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The use of a novel perfusion-based cadaveric simulation model with cerebrospinal fluid reconstitution comparing dural repair techniques: a pilot study.
Spine J 2017; 17(9):1335-1341SJ

Abstract

BACKGROUND CONTEXT

Watertight dural repair is crucial for both incidental durotomy and closure after intradural surgery.

PURPOSE

The study aimed to describe a perfusion-based cadaveric simulation model with cerebrospinal fluid (CSF) reconstitution and to compare spine dural repair techniques.

STUDY DESIGN/SETTING

The study is set in a fresh tissue dissection laboratory.

SAMPLE SIZE

The sample includes eight fresh human cadavers.

OUTCOME MEASURES

A watertight closure was achieved when pressurized saline up to 40 mm Hg did not cause further CSF leakage beyond the suture lines.

METHODS

Fresh human cadaveric specimens underwent cannulation of the intradural cervical spine for intrathecal reconstitution of the CSF system. The cervicothoracic dura was then exposed from C7-T12 via laminectomy. The entire dura was then opened in six cadavers (ALLSPINE) and closed with 6-0 Prolene (n=3) or 4-0 Nurolon (n=3), and pressurized with saline via a perfusion system to 60 mm Hg to check for leakage. In two cadavers (INCISION), six separate 2-cm incisions were made and closed with either 6-0 Prolene or 4-0 Nurolon, and then pressurized. A hydrogel sealant was then added and the closure was pressurized again to check for further leakage.

RESULTS

Spinal laminectomy with repair of intentional durotomy was successfully performed in eight cadavers. The operative microscope was used in all cases, and the model provided a realistic experience of spinal durotomy repair. For ALLSPINE cadavers (mean: 240 mm dura/cadaver repaired), the mean pressure threshold for CSF leakage was observed at 66.7 (±2.9) mm Hg in the 6-0 Prolene group and at 43.3 (±14.4) mm Hg in the 4-0 Nurolon group (p>.05). For INCISION cadavers, the mean pressure threshold for CSF leakage without hydrogel sealant was significantly higher in 6-0 Prolene group than in the 4-0 Nurolon group (6-0 Prolene: 80.0±4.5 mm Hg vs. 4-0 Nurolon: 32.5±2.7 mm Hg; p<.01). The mean pressure threshold for CSF leakage with the hydrogel sealants was not significantly different (6-0 Prolene: 100.0±0.0 mm Hg vs. 4-0 Nurolon: 70.0±33.1 mm Hg). The use of a hydrogel sealant significantly increased the pressure thresholds for possible CSF leakage in both the 6-0 Prolene group (p=.01) and the 4-0 Nurolon group (p<.01) when compared with mean pressures without the hydrogel sealant.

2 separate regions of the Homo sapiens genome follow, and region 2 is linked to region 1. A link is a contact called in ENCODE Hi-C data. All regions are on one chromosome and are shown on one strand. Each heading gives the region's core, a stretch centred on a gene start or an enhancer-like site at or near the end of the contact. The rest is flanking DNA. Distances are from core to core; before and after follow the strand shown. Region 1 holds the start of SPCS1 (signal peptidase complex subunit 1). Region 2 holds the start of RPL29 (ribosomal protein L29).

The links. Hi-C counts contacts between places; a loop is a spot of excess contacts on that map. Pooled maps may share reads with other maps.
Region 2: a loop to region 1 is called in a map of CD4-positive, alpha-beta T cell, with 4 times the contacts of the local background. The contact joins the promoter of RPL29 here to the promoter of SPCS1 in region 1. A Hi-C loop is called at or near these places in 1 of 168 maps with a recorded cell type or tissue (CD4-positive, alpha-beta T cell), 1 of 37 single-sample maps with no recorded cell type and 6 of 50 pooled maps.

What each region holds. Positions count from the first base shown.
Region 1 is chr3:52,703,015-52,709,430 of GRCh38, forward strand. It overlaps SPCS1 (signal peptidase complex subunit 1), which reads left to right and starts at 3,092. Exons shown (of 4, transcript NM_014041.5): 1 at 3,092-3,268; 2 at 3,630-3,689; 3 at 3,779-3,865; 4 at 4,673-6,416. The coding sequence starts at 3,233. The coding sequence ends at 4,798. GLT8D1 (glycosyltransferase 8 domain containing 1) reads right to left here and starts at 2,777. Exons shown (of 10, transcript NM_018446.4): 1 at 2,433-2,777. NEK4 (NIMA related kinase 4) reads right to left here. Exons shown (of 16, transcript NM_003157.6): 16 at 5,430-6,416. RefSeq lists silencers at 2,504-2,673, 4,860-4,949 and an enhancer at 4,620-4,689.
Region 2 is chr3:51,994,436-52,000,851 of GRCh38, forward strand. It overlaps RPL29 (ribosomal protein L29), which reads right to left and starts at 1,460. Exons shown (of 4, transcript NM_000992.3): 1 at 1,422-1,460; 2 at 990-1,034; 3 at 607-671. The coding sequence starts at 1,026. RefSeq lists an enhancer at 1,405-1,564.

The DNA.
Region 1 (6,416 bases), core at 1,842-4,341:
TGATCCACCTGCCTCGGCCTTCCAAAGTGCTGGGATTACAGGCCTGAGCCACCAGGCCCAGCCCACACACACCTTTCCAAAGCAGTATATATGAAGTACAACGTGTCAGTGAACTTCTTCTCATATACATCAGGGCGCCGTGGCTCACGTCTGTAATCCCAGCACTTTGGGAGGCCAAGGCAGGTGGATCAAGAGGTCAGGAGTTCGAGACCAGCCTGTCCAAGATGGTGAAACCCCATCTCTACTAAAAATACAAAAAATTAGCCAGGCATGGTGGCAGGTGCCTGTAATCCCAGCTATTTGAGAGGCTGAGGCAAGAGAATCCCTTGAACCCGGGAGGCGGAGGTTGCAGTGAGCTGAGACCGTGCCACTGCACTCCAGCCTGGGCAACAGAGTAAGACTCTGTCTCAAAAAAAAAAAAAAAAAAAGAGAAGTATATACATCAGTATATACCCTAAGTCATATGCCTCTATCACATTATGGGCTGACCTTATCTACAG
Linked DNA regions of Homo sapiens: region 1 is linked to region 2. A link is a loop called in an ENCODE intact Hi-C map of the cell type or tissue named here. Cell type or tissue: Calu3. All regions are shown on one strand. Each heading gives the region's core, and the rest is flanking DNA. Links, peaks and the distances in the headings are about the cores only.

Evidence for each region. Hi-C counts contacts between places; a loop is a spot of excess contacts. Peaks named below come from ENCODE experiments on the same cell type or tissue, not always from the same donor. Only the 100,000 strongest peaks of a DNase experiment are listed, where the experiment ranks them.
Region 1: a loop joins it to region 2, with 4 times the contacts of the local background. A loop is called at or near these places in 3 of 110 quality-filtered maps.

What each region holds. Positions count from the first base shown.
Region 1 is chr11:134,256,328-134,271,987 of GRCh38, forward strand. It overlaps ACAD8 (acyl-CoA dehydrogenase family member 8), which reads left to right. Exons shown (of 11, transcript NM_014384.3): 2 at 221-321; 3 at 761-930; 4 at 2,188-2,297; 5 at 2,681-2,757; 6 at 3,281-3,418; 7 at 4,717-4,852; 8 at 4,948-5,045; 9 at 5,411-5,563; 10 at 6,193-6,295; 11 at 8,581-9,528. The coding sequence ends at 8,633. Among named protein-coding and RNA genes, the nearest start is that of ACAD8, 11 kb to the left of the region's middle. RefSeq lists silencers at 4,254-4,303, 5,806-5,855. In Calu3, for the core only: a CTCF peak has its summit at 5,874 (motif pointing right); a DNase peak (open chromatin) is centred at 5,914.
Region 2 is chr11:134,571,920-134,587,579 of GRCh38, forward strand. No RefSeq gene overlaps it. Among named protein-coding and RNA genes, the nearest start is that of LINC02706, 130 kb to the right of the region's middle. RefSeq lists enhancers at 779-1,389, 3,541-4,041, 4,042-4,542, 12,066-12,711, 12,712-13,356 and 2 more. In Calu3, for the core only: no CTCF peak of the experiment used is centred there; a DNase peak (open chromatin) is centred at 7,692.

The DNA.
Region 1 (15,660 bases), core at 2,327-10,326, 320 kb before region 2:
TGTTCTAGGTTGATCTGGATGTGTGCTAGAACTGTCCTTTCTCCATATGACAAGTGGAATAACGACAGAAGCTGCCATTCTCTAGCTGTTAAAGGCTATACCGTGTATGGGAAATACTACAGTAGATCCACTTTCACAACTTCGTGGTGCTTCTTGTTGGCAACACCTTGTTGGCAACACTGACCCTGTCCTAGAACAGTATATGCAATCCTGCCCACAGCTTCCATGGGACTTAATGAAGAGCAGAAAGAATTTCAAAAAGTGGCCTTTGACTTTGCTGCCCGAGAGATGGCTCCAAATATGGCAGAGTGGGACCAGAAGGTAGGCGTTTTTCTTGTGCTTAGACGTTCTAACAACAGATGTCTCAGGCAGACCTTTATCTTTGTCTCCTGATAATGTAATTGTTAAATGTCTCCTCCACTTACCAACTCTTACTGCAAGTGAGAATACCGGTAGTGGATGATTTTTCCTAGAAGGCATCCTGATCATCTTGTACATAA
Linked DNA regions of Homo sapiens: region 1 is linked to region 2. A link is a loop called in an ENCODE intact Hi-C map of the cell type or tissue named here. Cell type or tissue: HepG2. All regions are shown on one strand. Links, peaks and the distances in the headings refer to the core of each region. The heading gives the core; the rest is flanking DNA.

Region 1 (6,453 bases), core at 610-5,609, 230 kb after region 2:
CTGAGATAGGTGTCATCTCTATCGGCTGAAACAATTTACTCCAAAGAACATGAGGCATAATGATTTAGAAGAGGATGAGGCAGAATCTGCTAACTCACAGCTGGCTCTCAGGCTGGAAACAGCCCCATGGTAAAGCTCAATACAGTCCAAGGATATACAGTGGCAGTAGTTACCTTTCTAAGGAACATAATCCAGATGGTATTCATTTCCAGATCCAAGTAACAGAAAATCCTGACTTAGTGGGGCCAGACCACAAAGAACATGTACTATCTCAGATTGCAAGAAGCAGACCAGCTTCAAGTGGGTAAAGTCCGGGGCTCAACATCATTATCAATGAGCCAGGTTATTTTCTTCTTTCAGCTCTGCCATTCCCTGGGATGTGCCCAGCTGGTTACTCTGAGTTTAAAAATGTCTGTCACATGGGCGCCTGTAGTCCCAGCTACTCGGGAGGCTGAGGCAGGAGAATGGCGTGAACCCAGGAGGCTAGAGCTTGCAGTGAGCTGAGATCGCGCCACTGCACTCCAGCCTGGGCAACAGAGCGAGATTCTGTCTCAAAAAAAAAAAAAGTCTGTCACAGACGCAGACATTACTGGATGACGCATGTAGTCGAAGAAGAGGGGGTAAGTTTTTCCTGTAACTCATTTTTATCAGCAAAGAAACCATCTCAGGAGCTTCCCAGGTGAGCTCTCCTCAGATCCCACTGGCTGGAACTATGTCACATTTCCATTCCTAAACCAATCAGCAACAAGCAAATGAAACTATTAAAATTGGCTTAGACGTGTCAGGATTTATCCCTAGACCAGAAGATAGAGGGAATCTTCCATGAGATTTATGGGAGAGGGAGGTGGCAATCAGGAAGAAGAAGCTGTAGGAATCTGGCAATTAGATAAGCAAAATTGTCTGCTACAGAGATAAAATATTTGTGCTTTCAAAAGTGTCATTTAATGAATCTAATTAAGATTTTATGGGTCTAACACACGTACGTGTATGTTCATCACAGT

CONCLUSIONS

We described the feasibility of using a novel cadaveric model for both the study and training of watertight dural closure techniques. 6-0 Prolene was observed to be superior to 4-0 Nurolon for watertight dural closure without a hydrogel sealant. The use of a hydrogel sealant significantly improved watertight dural closures for both 6-0 Prolene and 4-0 Nurolon groups in the cadaveric model.

Authors+Show Affiliations

Department of Neurological Surgery, Keck School of Medicine, University of Southern California, 1200 North State St, Suite 3300, Los Angeles, CA 90033, USA. Electronic address: Joshuabakh@gmail.com.Department of Neurological Surgery, Keck School of Medicine, University of Southern California, 1200 North State St, Suite 3300, Los Angeles, CA 90033, USA.Department of Orthopaedic Surgery, Keck School of Medicine, University of Southern California, 1540 Alcazar St, Los Angeles, CA 90033, USA.Department of Orthopaedic Surgery, Keck School of Medicine, University of Southern California, 1540 Alcazar St, Los Angeles, CA 90033, USA.Department of General Surgery, University of Southern California, 1520 San Pablo Street, Suite 4300, Los Angeles, California 90033, USA.Department of Neurological Surgery, Keck School of Medicine, University of Southern California, 1200 North State St, Suite 3300, Los Angeles, CA 90033, USA.Department of Neurological Surgery, Keck School of Medicine, University of Southern California, 1200 North State St, Suite 3300, Los Angeles, CA 90033, USA.Department of Neurological Surgery, Keck School of Medicine, University of Southern California, 1200 North State St, Suite 3300, Los Angeles, CA 90033, USA.Department of Orthopaedic Surgery, Keck School of Medicine, University of Southern California, 1540 Alcazar St, Los Angeles, CA 90033, USA.Department of Neurological Surgery, Keck School of Medicine, University of Southern California, 1200 North State St, Suite 3300, Los Angeles, CA 90033, USA.Department of Neurological Surgery, Keck School of Medicine, University of Southern California, 1200 North State St, Suite 3300, Los Angeles, CA 90033, USA.

Pub Type(s)

Comparative Study
Journal Article

Language

eng

PubMed ID

28412565

Citation

Bakhsheshian, Joshua, et al. "The Use of a Novel Perfusion-based Cadaveric Simulation Model With Cerebrospinal Fluid Reconstitution Comparing Dural Repair Techniques: a Pilot Study." The Spine Journal : Official Journal of the North American Spine Society, vol. 17, no. 9, 2017, pp. 1335-1341.